The latest Part of the Australasian Dispute Resolution Journal includes the following articles: “Investor-State Dispute Settlement Mechanism: The Trojan Horse of the Trans-Pacific Partnership and its Practical Implications” – Muhammad Zaheer Abbas and Shamreeza Riaz; “Managing the Inter-cultural Dimensions of a Mediation Effectively – A Proposed Pre-mediation Intake Instrument” – Dorcas Quek Anderson and Diana Knight; “Being the Ladle in the Soup Pot: Working with the Dichotomy of Neutrality and Empowerment in Mediation Practice” – Bornali Borah; “Mediation Confidentiality: Origins, Application and Exceptions and Practical Implications” – Judge Joe Harman; “Design in Dispute Resolution Practice: Tips and Tools” – Helen Shurven and Clair Berman-Robinson; “Mediator’s Proposal and Mediator’s Neutrality: Finessing the Tension” – Mohamed Sweify; “Settlement in Court-Connected ADR and the Constitutional Function of the Judiciary: An Imbalance between two Competing Public Interests” – Michael Windeyer. It also contains Case Notes: “Admissibility of a Statement Made at Mediation – Humphreys v Humphreys” and “Mediation Media Watch” – David Spencer.
The latest Part of the Australasian Dispute Resolution Journal includes the following articles: “ADR process design: Considerations for ADR practitioners and party advisors” – Clair Berman-Robinson and Helen Shurven; “Working in ADR with disputants on the Autism Spectrum” – Rebekah M Doley; “Collaborative practice and poverty: Contextualising the process and accommodating the market” – Daye Gang; “ADR and technology” – Stefan RM Lancy; “Applying global standards in using ADR to settle domestic violence cases in Nigeria” – Chukwunweike A Ogbuabor; “Institutional culture in international arbitration” – Fernando Dias Simões; and “Protection of trade secrets in mediation” – Constanze Solveigh Wedding. It also contains Case Notes: “Whether an arbitration agreement is rendered inoperative by a settlement agreement; and mediation media watch” – David Spencer.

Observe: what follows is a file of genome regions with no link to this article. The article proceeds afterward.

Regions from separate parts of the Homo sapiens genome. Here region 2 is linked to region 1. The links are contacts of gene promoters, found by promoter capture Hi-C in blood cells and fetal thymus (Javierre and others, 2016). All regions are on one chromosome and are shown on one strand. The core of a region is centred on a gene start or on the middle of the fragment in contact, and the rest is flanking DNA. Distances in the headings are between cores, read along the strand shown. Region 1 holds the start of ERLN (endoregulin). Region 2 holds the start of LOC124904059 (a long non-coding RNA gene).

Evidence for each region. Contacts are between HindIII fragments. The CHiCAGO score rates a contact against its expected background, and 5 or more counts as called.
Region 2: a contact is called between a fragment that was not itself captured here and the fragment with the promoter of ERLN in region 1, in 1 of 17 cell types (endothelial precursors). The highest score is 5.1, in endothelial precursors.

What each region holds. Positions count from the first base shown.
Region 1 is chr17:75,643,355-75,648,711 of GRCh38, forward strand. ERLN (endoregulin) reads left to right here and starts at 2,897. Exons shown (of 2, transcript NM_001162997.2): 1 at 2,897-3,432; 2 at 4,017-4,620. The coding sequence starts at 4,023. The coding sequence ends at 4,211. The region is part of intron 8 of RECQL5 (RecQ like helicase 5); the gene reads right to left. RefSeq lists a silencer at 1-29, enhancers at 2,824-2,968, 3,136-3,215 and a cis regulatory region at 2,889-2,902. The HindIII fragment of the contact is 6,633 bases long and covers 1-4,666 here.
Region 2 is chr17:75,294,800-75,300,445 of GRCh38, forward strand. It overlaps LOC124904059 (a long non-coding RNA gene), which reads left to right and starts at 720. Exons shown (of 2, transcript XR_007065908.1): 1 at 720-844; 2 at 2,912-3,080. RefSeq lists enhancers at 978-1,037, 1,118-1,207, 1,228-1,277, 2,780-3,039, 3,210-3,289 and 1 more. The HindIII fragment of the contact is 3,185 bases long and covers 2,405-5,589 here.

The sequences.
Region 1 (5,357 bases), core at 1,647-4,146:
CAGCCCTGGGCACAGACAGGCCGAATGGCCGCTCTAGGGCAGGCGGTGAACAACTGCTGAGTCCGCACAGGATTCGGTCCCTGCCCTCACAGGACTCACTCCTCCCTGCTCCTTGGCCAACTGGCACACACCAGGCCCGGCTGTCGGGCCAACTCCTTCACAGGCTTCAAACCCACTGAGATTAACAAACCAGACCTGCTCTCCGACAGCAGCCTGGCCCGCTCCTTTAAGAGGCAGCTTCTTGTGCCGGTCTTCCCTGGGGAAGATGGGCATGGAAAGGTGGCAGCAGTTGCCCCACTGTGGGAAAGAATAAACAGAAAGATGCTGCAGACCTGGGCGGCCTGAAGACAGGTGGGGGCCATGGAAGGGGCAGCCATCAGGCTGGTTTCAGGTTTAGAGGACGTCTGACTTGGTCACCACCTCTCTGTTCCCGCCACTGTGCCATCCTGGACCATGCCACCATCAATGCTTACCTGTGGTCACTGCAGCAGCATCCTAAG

The latest Part of the Family Law Review includes the following articles: “Inconsistencies in and the inadequacies of the family counselling and FDR confidentiality and admissibility provisions: The need for reform” – Donna Cooper; and “Let me be me: Parental responsibility, Gillick competence, and transgender minors’ access to hormone treatments” – Katherine France; the following Professional Insights note: “When can a party to contested proceedings have leave to adduce evidence from an adversarial expert when a single expert has already been appointed?” – Richard Ingleby and Anne-Marie Rice; and notes on the following cases: Vadisanis v Vadisanis; Zanda v Zanda; and Cape v Cape.
The latest Part of ADRJ is a special issue, celebrating 25 Years of LEADR. It includes memories and reflections on the story of the first 25 years of LEADR, the beginnings of LEADR, training in Australian and New Zealand, LEADR today and personal retrospectives. Also in this Part are articles on the benefits of ADR in settling sexual harassment complaints, the emergence of lawyer representatives in ADR, the conflict of confidentiality and public interest for a mediator and the provision of FDR in prisons. Not to be missed!
The latest Part of the Australian Law Journal includes the following articles: “Cutting the Gordian Knot or entangling it further?” – David Birch and Alice Zheng; “Nominee board members: A duty of confidentiality?” – Laura Free; and “Competing approaches to beneficiary access to trust information: Perhaps not so much of “a fork in the road”” – Thomas Kaldor. There are also several sections included in this Part: Current Issues; Conveyancing and Property; Family Law; Overseas Law; Recent Cases and Book Reviews.
The proposed client-accountant tax privilege in Australia: How does it sit with the common law doctrine of legal professional privilege?
By Andrew J Maples and Michael Blissenden. Legal professional privilege protects confidential communications between legal advisors and their clients from compulsory disclosure. In the taxation arena, this will include protection from disclosure to taxation authorities using coercive information-gathering powers.